ability. You can also hear the same banal crap you hear on CB except
you have to pass a test or two to prattle on like that on the Amateur radio
frequencies. Make no mistake though, most of these folks are very
bright and are the people who have made radio and television and even
computer communications what it is today. Oh well, everyone makes a
few mistakes. What frequencies you ask? Just about anywhere
where there's no commercial or public traffic.
Optoelectronics makes fine, inexpensive frequency counters that are
sensitive enough to give you a reading on the cellular phone being used by
the motorist next to you in city traffic.
Most scanners come with ineffective rubber pigtails. For $20 you
can get a good size buggy whip with twice the gain.
If you have room, a "discone" antenna is compact and offers
excellent performance over a very broad frequency range. Some are even
suitable for transmitting as well. The antennas are unique looking
with several short radials at the top extended horizontally and several
longer (5' perhaps) radials drooping diagonally downward. Even if you
can't put one of these on a mast outside, it can do wonders in your attic or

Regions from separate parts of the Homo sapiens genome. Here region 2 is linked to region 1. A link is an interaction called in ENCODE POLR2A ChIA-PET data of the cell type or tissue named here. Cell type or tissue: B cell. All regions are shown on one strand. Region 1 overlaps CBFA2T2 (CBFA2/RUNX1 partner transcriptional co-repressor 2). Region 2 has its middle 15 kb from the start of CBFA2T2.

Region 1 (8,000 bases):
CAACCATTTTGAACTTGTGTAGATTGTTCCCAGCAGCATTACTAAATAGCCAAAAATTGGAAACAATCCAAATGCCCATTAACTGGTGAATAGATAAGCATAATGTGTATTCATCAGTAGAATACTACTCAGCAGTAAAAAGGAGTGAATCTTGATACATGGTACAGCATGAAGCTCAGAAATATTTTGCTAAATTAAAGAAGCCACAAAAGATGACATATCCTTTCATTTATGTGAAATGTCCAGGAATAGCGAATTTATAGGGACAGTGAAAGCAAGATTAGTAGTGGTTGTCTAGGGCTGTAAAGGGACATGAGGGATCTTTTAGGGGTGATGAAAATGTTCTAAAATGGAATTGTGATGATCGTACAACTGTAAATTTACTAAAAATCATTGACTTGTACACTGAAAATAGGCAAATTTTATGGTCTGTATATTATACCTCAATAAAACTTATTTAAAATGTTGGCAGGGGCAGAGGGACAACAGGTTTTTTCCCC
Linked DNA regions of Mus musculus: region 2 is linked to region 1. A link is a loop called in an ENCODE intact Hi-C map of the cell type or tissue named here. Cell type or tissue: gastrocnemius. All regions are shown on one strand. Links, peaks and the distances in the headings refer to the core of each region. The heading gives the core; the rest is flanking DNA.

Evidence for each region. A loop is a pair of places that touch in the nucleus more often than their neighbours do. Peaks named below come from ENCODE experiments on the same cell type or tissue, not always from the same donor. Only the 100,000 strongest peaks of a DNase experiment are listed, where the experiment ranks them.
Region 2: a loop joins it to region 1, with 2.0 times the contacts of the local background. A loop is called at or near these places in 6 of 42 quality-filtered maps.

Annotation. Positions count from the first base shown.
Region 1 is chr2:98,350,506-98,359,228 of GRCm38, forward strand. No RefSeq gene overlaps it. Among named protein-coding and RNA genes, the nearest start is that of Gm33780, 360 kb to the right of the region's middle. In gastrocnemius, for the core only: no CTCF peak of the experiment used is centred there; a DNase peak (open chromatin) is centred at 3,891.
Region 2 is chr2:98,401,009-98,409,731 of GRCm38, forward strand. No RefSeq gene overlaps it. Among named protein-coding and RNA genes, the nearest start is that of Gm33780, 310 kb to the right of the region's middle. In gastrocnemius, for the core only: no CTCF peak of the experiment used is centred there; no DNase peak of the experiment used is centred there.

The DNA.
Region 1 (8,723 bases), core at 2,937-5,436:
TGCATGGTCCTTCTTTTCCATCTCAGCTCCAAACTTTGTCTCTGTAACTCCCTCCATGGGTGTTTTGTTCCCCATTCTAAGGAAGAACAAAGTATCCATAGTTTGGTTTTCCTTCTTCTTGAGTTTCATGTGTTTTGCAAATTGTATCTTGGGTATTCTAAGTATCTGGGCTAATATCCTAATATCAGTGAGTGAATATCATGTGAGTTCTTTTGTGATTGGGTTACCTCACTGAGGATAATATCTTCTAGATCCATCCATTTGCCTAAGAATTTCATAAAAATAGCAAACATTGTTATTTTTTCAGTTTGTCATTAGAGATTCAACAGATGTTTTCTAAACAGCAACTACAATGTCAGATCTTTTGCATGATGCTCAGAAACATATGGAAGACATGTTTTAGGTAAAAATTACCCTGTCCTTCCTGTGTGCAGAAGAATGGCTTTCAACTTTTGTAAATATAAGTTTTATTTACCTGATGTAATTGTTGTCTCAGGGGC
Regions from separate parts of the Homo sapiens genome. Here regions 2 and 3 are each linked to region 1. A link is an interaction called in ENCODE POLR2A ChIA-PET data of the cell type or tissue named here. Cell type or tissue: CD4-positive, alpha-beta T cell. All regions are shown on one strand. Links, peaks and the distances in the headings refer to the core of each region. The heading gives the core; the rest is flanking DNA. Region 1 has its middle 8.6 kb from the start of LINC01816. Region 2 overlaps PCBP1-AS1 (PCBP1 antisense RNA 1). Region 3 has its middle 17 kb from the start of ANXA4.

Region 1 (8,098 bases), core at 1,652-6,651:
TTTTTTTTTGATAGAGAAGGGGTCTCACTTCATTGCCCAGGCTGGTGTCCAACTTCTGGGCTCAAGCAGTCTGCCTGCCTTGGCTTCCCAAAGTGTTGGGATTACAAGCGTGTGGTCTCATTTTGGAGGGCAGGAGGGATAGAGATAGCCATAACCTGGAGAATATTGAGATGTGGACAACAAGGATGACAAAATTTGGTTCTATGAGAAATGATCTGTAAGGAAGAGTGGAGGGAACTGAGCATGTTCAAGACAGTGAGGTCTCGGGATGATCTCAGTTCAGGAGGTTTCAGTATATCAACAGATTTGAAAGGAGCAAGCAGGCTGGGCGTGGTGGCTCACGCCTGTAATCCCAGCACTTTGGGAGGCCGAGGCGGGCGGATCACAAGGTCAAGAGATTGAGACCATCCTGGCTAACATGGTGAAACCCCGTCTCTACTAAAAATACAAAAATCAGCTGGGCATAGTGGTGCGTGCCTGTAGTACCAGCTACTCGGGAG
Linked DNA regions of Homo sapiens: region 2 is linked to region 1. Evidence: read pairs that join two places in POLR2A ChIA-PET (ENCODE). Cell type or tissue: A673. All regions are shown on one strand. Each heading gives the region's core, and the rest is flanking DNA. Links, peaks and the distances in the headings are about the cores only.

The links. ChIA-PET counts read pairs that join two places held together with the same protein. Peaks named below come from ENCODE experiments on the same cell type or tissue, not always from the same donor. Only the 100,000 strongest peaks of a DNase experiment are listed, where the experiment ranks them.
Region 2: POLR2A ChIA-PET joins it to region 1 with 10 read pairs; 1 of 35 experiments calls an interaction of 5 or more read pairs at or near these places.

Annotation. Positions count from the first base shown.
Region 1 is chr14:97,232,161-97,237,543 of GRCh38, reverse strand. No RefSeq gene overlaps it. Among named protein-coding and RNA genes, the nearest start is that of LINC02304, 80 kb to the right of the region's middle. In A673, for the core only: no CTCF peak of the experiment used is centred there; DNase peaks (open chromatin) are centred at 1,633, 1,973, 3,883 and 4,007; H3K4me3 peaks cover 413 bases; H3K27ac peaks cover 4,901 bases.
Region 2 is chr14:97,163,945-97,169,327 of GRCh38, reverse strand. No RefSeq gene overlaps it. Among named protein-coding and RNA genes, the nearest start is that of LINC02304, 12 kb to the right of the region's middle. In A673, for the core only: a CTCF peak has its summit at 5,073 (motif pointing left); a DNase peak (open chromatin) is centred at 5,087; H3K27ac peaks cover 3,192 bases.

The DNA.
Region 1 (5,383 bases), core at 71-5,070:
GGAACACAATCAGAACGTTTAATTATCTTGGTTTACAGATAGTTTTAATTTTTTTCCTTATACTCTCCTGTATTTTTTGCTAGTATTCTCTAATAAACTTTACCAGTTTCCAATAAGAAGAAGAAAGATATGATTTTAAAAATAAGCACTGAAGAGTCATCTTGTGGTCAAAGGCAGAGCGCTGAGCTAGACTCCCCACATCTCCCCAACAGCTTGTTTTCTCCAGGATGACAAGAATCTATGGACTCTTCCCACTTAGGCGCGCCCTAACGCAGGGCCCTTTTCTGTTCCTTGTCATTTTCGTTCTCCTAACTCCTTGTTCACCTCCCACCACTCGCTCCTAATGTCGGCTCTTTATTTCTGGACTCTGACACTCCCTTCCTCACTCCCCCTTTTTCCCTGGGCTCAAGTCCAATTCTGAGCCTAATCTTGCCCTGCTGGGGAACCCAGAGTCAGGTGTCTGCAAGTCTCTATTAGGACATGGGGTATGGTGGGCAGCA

even in the corner of your apartment.
The portable radio industry is missing the ball here. NiCad
batteries SUCK. They have no shelf life, suffer "memory
effect" and can be permanently damaged by deep discharging. They
have poor storage capacity compared to alkaline and even to ordinary carbon
batteries. Lithium batteries are much lighter and have incredible
storage density and a ten year shelf life (but can be $1.50/ea discounted),
and NiMH (nickel metal hydride) rechargeables have excellent storage
capacity and great performance, and almost no memory effect at all.
Laptop computer and electronic camera users are enjoying the advantages of
these new batteries but us radio folk still seem destined to suffer.
NiMH battery kits with rechargers can be had for between $35 and $100